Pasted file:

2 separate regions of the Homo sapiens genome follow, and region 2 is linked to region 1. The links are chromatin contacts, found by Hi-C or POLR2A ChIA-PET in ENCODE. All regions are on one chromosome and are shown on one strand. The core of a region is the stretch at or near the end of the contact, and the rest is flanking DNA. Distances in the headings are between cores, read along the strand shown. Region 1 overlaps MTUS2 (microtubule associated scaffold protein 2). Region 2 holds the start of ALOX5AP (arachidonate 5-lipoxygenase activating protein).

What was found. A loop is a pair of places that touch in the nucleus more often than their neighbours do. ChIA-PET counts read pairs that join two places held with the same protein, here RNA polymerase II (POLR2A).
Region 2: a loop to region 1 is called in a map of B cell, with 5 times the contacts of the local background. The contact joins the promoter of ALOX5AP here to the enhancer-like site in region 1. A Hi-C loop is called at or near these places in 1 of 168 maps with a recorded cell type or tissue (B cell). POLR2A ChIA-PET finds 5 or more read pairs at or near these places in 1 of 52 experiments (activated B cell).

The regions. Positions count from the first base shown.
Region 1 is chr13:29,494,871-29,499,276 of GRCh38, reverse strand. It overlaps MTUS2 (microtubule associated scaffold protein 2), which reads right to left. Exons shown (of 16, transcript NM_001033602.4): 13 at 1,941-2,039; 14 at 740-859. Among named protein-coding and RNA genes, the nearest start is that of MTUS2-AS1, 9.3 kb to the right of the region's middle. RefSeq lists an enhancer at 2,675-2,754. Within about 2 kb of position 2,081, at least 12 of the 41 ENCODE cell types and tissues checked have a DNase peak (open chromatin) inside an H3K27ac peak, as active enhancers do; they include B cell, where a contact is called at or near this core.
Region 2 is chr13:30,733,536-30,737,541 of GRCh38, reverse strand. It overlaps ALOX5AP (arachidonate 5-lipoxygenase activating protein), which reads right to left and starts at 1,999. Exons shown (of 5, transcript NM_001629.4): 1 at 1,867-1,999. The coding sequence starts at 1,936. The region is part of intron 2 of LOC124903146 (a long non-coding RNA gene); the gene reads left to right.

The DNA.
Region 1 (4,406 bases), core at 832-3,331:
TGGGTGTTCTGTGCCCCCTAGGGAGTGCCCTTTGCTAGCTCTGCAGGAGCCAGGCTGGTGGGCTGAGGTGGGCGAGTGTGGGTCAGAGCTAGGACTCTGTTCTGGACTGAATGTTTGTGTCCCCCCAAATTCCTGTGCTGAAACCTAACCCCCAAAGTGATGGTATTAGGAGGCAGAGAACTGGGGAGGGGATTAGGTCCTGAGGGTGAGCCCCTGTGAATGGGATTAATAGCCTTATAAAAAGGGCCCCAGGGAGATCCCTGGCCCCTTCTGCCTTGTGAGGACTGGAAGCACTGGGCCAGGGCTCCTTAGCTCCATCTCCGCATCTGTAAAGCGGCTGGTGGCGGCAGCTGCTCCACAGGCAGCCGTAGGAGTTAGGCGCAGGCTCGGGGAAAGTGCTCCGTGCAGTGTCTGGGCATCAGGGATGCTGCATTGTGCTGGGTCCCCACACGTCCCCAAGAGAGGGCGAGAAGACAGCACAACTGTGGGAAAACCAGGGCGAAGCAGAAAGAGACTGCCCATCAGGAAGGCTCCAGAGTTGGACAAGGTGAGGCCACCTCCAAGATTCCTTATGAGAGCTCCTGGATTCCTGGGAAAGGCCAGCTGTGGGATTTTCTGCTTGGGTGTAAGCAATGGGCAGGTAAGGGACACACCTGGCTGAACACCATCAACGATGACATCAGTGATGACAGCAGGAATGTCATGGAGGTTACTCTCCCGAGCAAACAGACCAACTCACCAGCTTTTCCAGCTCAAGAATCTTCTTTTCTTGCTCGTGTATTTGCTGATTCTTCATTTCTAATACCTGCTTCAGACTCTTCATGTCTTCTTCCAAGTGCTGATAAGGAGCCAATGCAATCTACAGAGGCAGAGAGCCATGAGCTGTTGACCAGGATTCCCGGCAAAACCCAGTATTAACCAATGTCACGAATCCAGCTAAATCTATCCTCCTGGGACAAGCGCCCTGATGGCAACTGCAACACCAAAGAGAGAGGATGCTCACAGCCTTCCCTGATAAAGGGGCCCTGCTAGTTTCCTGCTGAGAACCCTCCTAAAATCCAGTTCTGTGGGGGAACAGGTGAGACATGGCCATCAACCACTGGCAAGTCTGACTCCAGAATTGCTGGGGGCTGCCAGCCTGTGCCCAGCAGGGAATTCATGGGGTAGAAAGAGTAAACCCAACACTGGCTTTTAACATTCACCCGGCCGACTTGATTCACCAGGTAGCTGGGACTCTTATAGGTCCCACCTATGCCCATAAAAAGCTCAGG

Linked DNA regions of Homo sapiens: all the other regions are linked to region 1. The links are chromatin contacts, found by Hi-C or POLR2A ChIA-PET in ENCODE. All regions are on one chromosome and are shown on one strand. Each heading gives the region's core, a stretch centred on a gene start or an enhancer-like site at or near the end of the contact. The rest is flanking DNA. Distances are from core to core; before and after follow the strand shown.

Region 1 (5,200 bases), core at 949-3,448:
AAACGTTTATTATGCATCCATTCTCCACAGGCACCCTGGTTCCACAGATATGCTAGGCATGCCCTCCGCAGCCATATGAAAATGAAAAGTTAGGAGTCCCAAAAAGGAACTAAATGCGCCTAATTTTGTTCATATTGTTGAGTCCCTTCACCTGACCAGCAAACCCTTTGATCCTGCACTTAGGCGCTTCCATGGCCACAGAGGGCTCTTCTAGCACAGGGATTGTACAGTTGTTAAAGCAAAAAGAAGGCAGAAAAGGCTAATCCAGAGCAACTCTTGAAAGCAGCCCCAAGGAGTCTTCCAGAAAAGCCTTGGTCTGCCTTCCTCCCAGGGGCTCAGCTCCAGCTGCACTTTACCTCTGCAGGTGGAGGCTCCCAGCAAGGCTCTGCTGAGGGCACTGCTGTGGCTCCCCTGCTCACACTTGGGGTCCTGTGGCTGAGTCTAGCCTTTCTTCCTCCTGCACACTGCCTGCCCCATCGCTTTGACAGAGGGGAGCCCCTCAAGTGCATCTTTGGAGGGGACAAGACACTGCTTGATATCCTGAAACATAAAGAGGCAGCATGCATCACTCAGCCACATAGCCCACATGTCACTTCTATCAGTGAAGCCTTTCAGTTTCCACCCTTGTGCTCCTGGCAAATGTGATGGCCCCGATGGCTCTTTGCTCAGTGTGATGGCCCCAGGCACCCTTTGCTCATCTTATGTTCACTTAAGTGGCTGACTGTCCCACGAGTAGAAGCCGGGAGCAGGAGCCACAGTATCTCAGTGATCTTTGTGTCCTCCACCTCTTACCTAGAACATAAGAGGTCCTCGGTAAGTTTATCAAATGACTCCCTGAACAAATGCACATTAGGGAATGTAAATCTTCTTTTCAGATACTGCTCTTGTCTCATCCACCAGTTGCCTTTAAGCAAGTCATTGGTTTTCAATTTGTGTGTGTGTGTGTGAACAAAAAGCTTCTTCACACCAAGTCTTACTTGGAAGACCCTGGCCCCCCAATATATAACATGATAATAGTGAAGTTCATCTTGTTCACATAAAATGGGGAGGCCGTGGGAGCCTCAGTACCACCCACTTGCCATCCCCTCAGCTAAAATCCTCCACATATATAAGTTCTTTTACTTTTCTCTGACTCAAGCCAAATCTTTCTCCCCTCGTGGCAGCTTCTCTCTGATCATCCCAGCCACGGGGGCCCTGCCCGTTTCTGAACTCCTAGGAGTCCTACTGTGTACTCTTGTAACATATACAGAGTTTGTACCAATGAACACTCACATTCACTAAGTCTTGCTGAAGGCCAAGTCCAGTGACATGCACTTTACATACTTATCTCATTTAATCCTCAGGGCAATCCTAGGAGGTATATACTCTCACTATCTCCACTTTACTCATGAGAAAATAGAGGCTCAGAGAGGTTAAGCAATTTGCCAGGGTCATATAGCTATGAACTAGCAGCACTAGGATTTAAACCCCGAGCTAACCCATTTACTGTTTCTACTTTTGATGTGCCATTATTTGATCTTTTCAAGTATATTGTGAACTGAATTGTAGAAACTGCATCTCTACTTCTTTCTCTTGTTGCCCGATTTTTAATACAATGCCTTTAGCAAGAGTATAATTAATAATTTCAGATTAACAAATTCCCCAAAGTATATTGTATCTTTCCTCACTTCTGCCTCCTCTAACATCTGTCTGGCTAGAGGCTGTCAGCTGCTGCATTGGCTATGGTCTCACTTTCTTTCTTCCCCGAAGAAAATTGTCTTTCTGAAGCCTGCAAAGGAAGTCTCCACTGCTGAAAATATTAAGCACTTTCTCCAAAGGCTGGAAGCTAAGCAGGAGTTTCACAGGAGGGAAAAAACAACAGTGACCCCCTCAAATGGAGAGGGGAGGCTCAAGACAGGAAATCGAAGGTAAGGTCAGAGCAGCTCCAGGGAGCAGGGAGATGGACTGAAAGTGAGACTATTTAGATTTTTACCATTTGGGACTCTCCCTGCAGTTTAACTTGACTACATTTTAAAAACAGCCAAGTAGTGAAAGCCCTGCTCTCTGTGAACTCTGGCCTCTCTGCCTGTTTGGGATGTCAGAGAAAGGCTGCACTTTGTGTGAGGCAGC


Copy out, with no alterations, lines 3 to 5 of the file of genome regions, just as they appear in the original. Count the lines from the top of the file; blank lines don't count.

Region 2: a loop to region 1 is called in a map of B cell, with 5 times the contacts of the local background. The contact joins the promoter of ALOX5AP here to the enhancer-like site in region 1. A Hi-C loop is called at or near these places in 1 of 168 maps with a recorded cell type or tissue (B cell). POLR2A ChIA-PET finds 5 or more read pairs at or near these places in 1 of 52 experiments (activated B cell).

The regions. Positions count from the first base shown.
Region 1 is chr13:29,494,871-29,499,276 of GRCh38, reverse strand. It overlaps MTUS2 (microtubule associated scaffold protein 2), which reads right to left. Exons shown (of 16, transcript NM_001033602.4): 13 at 1,941-2,039; 14 at 740-859. Among named protein-coding and RNA genes, the nearest start is that of MTUS2-AS1, 9.3 kb to the right of the region's middle. RefSeq lists an enhancer at 2,675-2,754. Within about 2 kb of position 2,081, at least 12 of the 41 ENCODE cell types and tissues checked have a DNase peak (open chromatin) inside an H3K27ac peak, as active enhancers do; they include B cell, where a contact is called at or near this core.